Lay the circle flat and cut it so that the kids can wrap it around themselves. You may want to pre-make the skirts before the party unless your kids are old enough to help you do it. To close the waist, purchase the sticky back Velcro strips and have the kids stick them on the smaller semi-circle to hold the skirt closed.

To decorate the poodle, draw the outline for the kids, or they can use their own imagination and create their own design. Give them some glue, colored cotton balls or pompoms and let them go! You will be amazed at their creativity!

Coonskin Caps

You'll need:
Brown construction paper
Glue
Scissors
Colored cotton balls or pompoms

Cut the paper in half lengthwise. Glue two strips together to form a circle (the hat without a top). Next, bend a small 1-inch portion on the end of a third strip of paper and glue it to the bottom of the back of the "cap." You might want to prepare step one and two before your kids arrive, depending on the age of your party. Give the kids some glue and colored cotton balls or pompoms and let them cover their hat.

The Music

The 1950s was full of music – new and old. Search for some Elvis, Frankie Avalon, Ricky Nelson, Pat Boone tunes or American Bandstand songs. Have the music playing as the kids come in. Give them some room to bounce around and dance while everyone is arriving.

Party Games

There were several toys that made their way into our lives in the 1950s: hula hoops, Legos, Frisbees, Mr. Potato Head, Barbie and the little red wagon, just to name a few. Use your imagination and the age of the kids to revamp these toys we still have today into some good clean inside and outside fun! Here are some ideas!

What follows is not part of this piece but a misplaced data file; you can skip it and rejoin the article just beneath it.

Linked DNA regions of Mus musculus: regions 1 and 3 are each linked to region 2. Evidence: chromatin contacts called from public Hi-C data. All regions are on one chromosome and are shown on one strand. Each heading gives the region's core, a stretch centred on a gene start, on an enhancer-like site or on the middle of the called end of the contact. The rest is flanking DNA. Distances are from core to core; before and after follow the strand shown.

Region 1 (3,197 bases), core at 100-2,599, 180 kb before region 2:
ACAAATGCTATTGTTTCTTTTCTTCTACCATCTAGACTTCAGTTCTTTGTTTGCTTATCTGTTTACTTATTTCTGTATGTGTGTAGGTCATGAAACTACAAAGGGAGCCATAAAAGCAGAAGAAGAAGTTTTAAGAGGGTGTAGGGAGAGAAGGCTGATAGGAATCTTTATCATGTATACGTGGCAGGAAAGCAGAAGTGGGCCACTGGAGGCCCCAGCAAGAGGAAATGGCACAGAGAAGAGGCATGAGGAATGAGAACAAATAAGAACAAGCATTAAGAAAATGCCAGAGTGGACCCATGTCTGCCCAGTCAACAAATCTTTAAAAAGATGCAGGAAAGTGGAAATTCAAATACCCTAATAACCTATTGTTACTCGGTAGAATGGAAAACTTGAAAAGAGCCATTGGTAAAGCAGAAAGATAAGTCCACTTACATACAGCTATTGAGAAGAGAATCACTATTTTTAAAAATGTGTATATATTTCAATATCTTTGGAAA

Off to the Races!
Who can hula hoop the longest? Or hula together with the same hoop or try jump-rope races with the hula hoops.

Lego Fun
Who can build the tallest tower out of Legos? Draw several patterns of Lego buildings or towers on a poster and see who can duplicate it the quickest.

Frisbee Fun
Partners face each other. Give each pair a Frisbee and throw it back and forth. Each time they catch it successfully they must take one step backward. Let them continue this until only one pair is still standing. Set up a small course with objects for them to hit, throw through, over or under with their Frisbees. Choose a partner and throw through the course.

Mr. or Mrs. Potato Head Art
Give each person a real potato and some handmade facial features. Explain to them that this was the way the original Mr. Potato Head was played. Let them create their own masterpieces. Depending on their age, they could make their own facial features for their potato.

Dance Contests
Play some music from the 1950s, and teach them some of the dances from the decade. Have your very own sock hop! Kids of all ages love to bounce around and dance. Let them make up their own dances, and then have a dance contest!

Party Favors

The color pink became extremely popular in the 1950s. Find some pink favor bags or make your own with some scrap material and a cute ribbon. Fill it with the candies that made their debut in the 50s: Tootsie Rolls, Jawbreakers, Candy discs on a sheet, Necco Wafers, Wax lips and Bit-o-Honey. (Select the candy by the ages of your guests. Hard candies are a choking hazard.)

Have a great time and above all, remember to involve your kids – and not just with the party – let them help plan and decorate for it!